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South Niger Outlaws Burqa Amid Fears of Boko Haram Suicide Attacks

Islamist militants have multiplied deadly attacks in the region, often using women and girls concealing explosives under the religious veil.
Image via Wikimedia Commons / Mab.Black

Authorities in the border region of Diffa, in southeast Niger, banned the full Islamic veil Wednesday, following a string of suicide attacks in the province.

Boko Haram — which pledged allegiance to the so-called Islamic State in March and officially renamed itself the Islamic State Wilayat Gharb Afriqiya (Islamic State West Africa Province) — has made a point of expanding its attacks in Nigeria and in neighboring countries. In turn, Nigeria, Cameroon, Chad, and Niger have stepped up military efforts to contain the Nigerian Islamist insurgency.


During its six-year insurrection, Boko Haram has often used female suicide bombers concealing explosives under the traditional religious garment.

To prevent further attacks, Niger's authorities have implemented a number of security measures. As well as banning women from wearing burqas in public, officials in Diffa have imposed a night-time curfew and extended a February ban on motorcycles, which are often used by Boko Haram militants during raids. Speaking to the French daily Le Figaro, the mayor, Hankouraou Biri-Kassoumdoes, said that only army vehicles will be allowed to circulate after 10PM.

"We are counting heavily on the cooperation of the people," a spokesman for Diffa's regional authorities told VICE News. "A great many practicing Muslims live in Diffa," the spokesman said, adding that the measure is not intended "to restrict the freedom" of citizens.

"This [security] measure has been more or less welcomed by the population," said Adam Boubakar, head of the local Anfani radio station. Speaking to VICE News Thursday, Baboukar said the atmosphere in Diffa was "heavy." The decision to ban the veil, he said, was made "during a meeting between authorities, religious chiefs and the local authorities in Diffa."

"People know that the [security] measure is first and foremost for their benefit. They've seen what Boko Haram did around here and in other towns in the region," he added.

Aerial view of Diffa, Niger, via Google Maps.

On February 6, Boko Haram carried out its first assault on Niger when it launched two raids against the towns of Bosso and Diffa. Up until those attacks, militants had focused their attention on neighboring Nigeria and along the border with Cameroon.


During the raids, militants fired shells on Diffa, triggering a retaliatory aerial assault from Chad and Niger. Speaking to VICE News at the time, a local resident described Diffa as a ghost town, with stores shut down and people fleeing en masse. The man said that authorities had banned "motorcycles — the attackers' vehicles of choice, because they are easy to hide."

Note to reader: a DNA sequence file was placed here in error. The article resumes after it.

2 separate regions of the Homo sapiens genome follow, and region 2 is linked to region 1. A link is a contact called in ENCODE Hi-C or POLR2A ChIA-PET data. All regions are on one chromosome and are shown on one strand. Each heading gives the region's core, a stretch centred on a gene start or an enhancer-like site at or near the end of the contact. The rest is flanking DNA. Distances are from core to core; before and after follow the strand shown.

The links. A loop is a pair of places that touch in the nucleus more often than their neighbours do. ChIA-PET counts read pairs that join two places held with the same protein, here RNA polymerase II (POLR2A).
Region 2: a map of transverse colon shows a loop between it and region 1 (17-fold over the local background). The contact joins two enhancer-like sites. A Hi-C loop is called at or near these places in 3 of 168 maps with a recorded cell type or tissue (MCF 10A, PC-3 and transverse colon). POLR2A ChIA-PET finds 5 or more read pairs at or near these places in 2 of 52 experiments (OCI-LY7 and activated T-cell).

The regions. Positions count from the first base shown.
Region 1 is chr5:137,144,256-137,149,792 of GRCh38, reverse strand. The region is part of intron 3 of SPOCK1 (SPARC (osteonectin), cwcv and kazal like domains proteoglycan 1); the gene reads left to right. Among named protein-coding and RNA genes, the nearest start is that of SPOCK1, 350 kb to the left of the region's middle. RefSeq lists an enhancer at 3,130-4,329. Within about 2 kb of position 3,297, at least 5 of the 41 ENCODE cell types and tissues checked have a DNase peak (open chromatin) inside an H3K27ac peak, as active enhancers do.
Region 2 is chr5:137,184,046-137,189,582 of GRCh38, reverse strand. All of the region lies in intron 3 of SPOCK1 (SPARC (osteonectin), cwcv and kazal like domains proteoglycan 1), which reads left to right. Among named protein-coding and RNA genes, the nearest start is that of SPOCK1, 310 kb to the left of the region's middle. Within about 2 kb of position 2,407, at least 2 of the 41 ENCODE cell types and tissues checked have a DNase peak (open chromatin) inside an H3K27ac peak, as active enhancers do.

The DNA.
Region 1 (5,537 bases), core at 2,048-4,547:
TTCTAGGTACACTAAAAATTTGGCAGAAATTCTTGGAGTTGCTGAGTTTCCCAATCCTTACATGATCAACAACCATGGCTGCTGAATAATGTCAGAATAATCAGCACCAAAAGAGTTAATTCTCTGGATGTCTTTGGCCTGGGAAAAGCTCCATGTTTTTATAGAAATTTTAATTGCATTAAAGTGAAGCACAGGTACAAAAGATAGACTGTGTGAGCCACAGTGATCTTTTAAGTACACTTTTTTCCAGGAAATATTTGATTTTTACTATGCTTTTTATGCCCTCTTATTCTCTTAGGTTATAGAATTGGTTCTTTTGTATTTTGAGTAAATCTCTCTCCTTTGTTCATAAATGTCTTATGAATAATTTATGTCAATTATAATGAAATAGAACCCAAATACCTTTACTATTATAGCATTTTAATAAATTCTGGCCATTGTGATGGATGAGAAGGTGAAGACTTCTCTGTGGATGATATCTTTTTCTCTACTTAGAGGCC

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Thousands of residents had fled west to escape the violence, causing a population drain that is ongoing as a result of the group's continued attacks in the region. In a recent report on south Niger, African news site Jeune Afrique called Diffa a "garrison town," and said that the town had become a battleground for Niger's army and Boko Haram insurgents.

Repeated attacks
On June 18, Boko Haram waged particularly violent attacks on villages in the Diffa region, killing 38 people, mainly women and children. Less than a month later, three heavily armed militants stormed the prison in Diffa, killing a soldier. All three militants died in the raid.

On July 11, a woman wearing a burqa killed 15 people when she detonated her explosive in the central market in Chad's capital, N'Djamena. On Saturday, a 12-year-old girl detonated a belt of explosives in a popular bar in the town of Maroua, in north Cameroon, killing 20 and injuring a further 79.

In neighboring Nigeria, these types of attacks occur on an almost daily basis. On Sunday a 10-year-old suicide bomber strapped with explosives detonated her belt in a crowded market in the northeastern town of Damaturu, killing at least 19.


Nearby Cameroon has already banned burqas in several regions, and the religious garment has been outlawed in Chad since June 17.

The countries around Lake Chad have set up a cross-regional force to combat the Islamic insurgency, which is due to become operational on July 30.

On Thursday, Nigerian general Iliya Abbah was appointed to lead the Multi-National Joint Task Force (MNJTF), which will be staffed by 8,700 troops from Cameroon, Nigeria, Chad, Niger, and Benin.

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Follow Pierre-Louis Caron sur Twitter : @pierrelouis_c

 Image of central market in Diffa via Wikimedia Commons / Mab.Black